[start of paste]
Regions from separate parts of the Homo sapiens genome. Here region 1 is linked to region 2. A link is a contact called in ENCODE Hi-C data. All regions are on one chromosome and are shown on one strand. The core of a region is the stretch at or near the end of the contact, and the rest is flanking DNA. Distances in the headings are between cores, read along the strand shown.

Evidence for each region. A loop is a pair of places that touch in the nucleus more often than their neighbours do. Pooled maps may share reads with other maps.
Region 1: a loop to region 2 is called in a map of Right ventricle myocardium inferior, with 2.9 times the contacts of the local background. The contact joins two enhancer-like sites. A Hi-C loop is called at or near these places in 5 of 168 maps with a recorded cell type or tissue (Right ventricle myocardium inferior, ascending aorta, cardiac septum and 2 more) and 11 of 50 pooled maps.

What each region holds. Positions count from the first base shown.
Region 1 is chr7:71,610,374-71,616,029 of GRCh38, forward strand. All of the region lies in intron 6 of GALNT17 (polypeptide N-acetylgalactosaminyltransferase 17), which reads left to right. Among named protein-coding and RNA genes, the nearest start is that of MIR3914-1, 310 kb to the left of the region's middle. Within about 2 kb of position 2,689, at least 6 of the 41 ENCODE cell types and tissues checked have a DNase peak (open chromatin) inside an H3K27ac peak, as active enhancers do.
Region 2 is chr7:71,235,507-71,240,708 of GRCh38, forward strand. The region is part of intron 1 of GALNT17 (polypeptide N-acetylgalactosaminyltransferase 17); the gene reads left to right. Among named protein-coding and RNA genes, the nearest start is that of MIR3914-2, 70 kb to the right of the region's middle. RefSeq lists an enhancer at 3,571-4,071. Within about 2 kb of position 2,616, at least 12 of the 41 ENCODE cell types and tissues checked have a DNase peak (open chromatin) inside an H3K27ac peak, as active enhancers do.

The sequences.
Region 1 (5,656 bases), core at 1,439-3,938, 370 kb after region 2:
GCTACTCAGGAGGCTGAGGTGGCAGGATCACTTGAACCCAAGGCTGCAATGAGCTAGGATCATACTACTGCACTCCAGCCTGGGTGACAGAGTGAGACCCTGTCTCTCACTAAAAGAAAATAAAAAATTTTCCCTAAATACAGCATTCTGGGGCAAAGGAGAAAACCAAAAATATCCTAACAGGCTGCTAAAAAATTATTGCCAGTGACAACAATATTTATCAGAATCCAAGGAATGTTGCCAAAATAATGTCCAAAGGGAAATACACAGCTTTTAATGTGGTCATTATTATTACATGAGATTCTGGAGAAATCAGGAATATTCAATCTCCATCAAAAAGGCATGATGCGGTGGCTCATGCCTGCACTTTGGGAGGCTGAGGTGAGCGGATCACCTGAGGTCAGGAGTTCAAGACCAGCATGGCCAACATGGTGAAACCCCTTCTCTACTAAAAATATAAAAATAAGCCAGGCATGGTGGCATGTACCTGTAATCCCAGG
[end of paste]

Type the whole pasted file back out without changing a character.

Regions from separate parts of the Homo sapiens genome. Here region 1 is linked to region 2. A link is a contact called in ENCODE Hi-C data. All regions are on one chromosome and are shown on one strand. The core of a region is the stretch at or near the end of the contact, and the rest is flanking DNA. Distances in the headings are between cores, read along the strand shown.

Evidence for each region. A loop is a pair of places that touch in the nucleus more often than their neighbours do. Pooled maps may share reads with other maps.
Region 1: a loop to region 2 is called in a map of Right ventricle myocardium inferior, with 2.9 times the contacts of the local background. The contact joins two enhancer-like sites. A Hi-C loop is called at or near these places in 5 of 168 maps with a recorded cell type or tissue (Right ventricle myocardium inferior, ascending aorta, cardiac septum and 2 more) and 11 of 50 pooled maps.

What each region holds. Positions count from the first base shown.
Region 1 is chr7:71,610,374-71,616,029 of GRCh38, forward strand. All of the region lies in intron 6 of GALNT17 (polypeptide N-acetylgalactosaminyltransferase 17), which reads left to right. Among named protein-coding and RNA genes, the nearest start is that of MIR3914-1, 310 kb to the left of the region's middle. Within about 2 kb of position 2,689, at least 6 of the 41 ENCODE cell types and tissues checked have a DNase peak (open chromatin) inside an H3K27ac peak, as active enhancers do.
Region 2 is chr7:71,235,507-71,240,708 of GRCh38, forward strand. The region is part of intron 1 of GALNT17 (polypeptide N-acetylgalactosaminyltransferase 17); the gene reads left to right. Among named protein-coding and RNA genes, the nearest start is that of MIR3914-2, 70 kb to the right of the region's middle. RefSeq lists an enhancer at 3,571-4,071. Within about 2 kb of position 2,616, at least 12 of the 41 ENCODE cell types and tissues checked have a DNase peak (open chromatin) inside an H3K27ac peak, as active enhancers do.

The sequences.
Region 1 (5,656 bases), core at 1,439-3,938, 370 kb after region 2:
GCTACTCAGGAGGCTGAGGTGGCAGGATCACTTGAACCCAAGGCTGCAATGAGCTAGGATCATACTACTGCACTCCAGCCTGGGTGACAGAGTGAGACCCTGTCTCTCACTAAAAGAAAATAAAAAATTTTCCCTAAATACAGCATTCTGGGGCAAAGGAGAAAACCAAAAATATCCTAACAGGCTGCTAAAAAATTATTGCCAGTGACAACAATATTTATCAGAATCCAAGGAATGTTGCCAAAATAATGTCCAAAGGGAAATACACAGCTTTTAATGTGGTCATTATTATTACATGAGATTCTGGAGAAATCAGGAATATTCAATCTCCATCAAAAAGGCATGATGCGGTGGCTCATGCCTGCACTTTGGGAGGCTGAGGTGAGCGGATCACCTGAGGTCAGGAGTTCAAGACCAGCATGGCCAACATGGTGAAACCCCTTCTCTACTAAAAATATAAAAATAAGCCAGGCATGGTGGCATGTACCTGTAATCCCAGG